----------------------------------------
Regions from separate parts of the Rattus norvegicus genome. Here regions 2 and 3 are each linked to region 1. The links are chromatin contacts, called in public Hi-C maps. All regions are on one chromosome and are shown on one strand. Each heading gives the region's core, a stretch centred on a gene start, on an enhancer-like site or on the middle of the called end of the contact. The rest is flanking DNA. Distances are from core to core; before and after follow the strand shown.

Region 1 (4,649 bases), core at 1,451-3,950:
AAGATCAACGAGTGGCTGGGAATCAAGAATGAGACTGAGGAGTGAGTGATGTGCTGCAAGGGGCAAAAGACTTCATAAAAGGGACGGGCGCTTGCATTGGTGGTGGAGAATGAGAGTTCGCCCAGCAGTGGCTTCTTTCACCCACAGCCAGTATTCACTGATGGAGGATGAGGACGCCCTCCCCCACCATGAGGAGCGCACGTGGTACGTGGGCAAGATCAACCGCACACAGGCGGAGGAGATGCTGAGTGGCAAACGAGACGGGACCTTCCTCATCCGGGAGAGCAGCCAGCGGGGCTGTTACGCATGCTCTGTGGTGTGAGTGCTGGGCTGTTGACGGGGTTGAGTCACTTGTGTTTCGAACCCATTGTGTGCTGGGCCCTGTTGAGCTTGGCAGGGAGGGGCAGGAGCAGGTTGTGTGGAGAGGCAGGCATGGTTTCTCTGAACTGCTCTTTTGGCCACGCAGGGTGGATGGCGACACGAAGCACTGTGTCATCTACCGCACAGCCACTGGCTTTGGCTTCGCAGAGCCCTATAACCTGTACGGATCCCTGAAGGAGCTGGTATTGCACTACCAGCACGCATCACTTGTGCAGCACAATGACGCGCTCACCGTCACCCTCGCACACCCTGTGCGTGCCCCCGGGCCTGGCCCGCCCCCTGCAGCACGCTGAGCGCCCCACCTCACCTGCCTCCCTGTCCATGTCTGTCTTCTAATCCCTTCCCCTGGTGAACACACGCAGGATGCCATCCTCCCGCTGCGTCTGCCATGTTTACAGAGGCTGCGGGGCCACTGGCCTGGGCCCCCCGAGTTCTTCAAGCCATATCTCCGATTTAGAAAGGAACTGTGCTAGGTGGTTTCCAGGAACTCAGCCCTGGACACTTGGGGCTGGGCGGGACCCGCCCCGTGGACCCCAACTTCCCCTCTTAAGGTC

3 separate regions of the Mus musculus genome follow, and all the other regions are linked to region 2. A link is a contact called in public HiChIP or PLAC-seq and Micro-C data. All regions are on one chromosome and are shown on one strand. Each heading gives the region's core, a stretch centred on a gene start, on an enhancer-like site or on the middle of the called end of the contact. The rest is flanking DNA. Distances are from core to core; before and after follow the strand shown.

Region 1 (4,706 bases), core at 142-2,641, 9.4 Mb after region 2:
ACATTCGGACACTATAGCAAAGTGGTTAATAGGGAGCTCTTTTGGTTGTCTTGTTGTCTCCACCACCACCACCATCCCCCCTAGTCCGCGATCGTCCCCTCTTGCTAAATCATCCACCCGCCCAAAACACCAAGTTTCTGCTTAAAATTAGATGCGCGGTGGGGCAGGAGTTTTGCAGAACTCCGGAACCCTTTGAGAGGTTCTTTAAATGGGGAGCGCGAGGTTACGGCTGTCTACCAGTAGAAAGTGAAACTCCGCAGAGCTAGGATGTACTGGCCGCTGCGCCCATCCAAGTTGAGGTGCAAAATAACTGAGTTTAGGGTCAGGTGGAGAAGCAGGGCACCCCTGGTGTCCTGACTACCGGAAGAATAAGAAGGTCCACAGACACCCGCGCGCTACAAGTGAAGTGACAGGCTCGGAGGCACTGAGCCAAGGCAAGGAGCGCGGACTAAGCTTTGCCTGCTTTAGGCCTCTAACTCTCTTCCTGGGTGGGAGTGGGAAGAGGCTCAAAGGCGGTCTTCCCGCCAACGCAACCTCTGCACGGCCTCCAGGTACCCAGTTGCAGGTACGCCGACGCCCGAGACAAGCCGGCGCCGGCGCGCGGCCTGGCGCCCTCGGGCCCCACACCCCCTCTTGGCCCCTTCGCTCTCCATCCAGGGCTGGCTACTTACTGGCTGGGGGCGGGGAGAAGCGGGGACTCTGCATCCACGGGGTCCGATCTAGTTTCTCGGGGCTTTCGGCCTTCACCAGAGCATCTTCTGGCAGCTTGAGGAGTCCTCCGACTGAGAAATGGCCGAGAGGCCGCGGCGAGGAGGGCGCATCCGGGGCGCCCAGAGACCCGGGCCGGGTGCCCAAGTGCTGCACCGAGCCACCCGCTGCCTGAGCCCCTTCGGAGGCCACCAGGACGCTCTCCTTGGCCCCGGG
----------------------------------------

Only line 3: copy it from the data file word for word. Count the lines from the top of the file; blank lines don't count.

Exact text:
AAGATCAACGAGTGGCTGGGAATCAAGAATGAGACTGAGGAGTGAGTGATGTGCTGCAAGGGGCAAAAGACTTCATAAAAGGGACGGGCGCTTGCATTGGTGGTGGAGAATGAGAGTTCGCCCAGCAGTGGCTTCTTTCACCCACAGCCAGTATTCACTGATGGAGGATGAGGACGCCCTCCCCCACCATGAGGAGCGCACGTGGTACGTGGGCAAGATCAACCGCACACAGGCGGAGGAGATGCTGAGTGGCAAACGAGACGGGACCTTCCTCATCCGGGAGAGCAGCCAGCGGGGCTGTTACGCATGCTCTGTGGTGTGAGTGCTGGGCTGTTGACGGGGTTGAGTCACTTGTGTTTCGAACCCATTGTGTGCTGGGCCCTGTTGAGCTTGGCAGGGAGGGGCAGGAGCAGGTTGTGTGGAGAGGCAGGCATGGTTTCTCTGAACTGCTCTTTTGGCCACGCAGGGTGGATGGCGACACGAAGCACTGTGTCATCTACCGCACAGCCACTGGCTTTGGCTTCGCAGAGCCCTATAACCTGTACGGATCCCTGAAGGAGCTGGTATTGCACTACCAGCACGCATCACTTGTGCAGCACAATGACGCGCTCACCGTCACCCTCGCACACCCTGTGCGTGCCCCCGGGCCTGGCCCGCCCCCTGCAGCACGCTGAGCGCCCCACCTCACCTGCCTCCCTGTCCATGTCTGTCTTCTAATCCCTTCCCCTGGTGAACACACGCAGGATGCCATCCTCCCGCTGCGTCTGCCATGTTTACAGAGGCTGCGGGGCCACTGGCCTGGGCCCCCCGAGTTCTTCAAGCCATATCTCCGATTTAGAAAGGAACTGTGCTAGGTGGTTTCCAGGAACTCAGCCCTGGACACTTGGGGCTGGGCGGGACCCGCCCCGTGGACCCCAACTTCCCCTCTTAAGGTC